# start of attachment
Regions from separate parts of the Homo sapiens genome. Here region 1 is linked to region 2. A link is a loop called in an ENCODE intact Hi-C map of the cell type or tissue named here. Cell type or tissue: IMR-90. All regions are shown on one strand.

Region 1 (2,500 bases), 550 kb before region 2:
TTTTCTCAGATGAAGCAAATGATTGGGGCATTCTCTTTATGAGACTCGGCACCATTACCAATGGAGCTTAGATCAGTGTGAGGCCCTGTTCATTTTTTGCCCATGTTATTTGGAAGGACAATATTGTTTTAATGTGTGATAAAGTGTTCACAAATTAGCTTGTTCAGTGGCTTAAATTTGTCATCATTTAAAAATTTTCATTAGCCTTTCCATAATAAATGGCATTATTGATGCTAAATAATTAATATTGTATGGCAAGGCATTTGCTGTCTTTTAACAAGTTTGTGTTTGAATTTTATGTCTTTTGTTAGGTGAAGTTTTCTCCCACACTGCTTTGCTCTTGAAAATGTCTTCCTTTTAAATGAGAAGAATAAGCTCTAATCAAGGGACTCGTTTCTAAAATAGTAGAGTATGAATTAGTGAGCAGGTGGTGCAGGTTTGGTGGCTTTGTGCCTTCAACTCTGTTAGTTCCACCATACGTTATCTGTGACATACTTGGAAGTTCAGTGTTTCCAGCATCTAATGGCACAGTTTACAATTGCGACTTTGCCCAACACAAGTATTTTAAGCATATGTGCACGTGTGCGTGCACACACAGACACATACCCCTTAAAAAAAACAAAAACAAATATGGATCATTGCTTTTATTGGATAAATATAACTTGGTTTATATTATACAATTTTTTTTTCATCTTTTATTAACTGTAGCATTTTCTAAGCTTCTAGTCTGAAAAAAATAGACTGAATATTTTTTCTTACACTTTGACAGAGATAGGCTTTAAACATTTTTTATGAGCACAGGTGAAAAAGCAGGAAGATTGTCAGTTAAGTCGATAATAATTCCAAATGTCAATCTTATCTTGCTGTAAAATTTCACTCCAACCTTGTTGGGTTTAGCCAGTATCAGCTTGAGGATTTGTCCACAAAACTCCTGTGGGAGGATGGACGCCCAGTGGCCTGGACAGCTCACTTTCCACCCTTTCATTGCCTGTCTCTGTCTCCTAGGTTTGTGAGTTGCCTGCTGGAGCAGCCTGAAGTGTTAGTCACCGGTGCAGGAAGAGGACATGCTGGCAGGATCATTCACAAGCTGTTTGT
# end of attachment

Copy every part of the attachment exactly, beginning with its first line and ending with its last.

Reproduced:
Regions from separate parts of the Homo sapiens genome. Here region 1 is linked to region 2. A link is a loop called in an ENCODE intact Hi-C map of the cell type or tissue named here. Cell type or tissue: IMR-90. All regions are shown on one strand.

Region 1 (2,500 bases), 550 kb before region 2:
TTTTCTCAGATGAAGCAAATGATTGGGGCATTCTCTTTATGAGACTCGGCACCATTACCAATGGAGCTTAGATCAGTGTGAGGCCCTGTTCATTTTTTGCCCATGTTATTTGGAAGGACAATATTGTTTTAATGTGTGATAAAGTGTTCACAAATTAGCTTGTTCAGTGGCTTAAATTTGTCATCATTTAAAAATTTTCATTAGCCTTTCCATAATAAATGGCATTATTGATGCTAAATAATTAATATTGTATGGCAAGGCATTTGCTGTCTTTTAACAAGTTTGTGTTTGAATTTTATGTCTTTTGTTAGGTGAAGTTTTCTCCCACACTGCTTTGCTCTTGAAAATGTCTTCCTTTTAAATGAGAAGAATAAGCTCTAATCAAGGGACTCGTTTCTAAAATAGTAGAGTATGAATTAGTGAGCAGGTGGTGCAGGTTTGGTGGCTTTGTGCCTTCAACTCTGTTAGTTCCACCATACGTTATCTGTGACATACTTGGAAGTTCAGTGTTTCCAGCATCTAATGGCACAGTTTACAATTGCGACTTTGCCCAACACAAGTATTTTAAGCATATGTGCACGTGTGCGTGCACACACAGACACATACCCCTTAAAAAAAACAAAAACAAATATGGATCATTGCTTTTATTGGATAAATATAACTTGGTTTATATTATACAATTTTTTTTTCATCTTTTATTAACTGTAGCATTTTCTAAGCTTCTAGTCTGAAAAAAATAGACTGAATATTTTTTCTTACACTTTGACAGAGATAGGCTTTAAACATTTTTTATGAGCACAGGTGAAAAAGCAGGAAGATTGTCAGTTAAGTCGATAATAATTCCAAATGTCAATCTTATCTTGCTGTAAAATTTCACTCCAACCTTGTTGGGTTTAGCCAGTATCAGCTTGAGGATTTGTCCACAAAACTCCTGTGGGAGGATGGACGCCCAGTGGCCTGGACAGCTCACTTTCCACCCTTTCATTGCCTGTCTCTGTCTCCTAGGTTTGTGAGTTGCCTGCTGGAGCAGCCTGAAGTGTTAGTCACCGGTGCAGGAAGAGGACATGCTGGCAGGATCATTCACAAGCTGTTTGT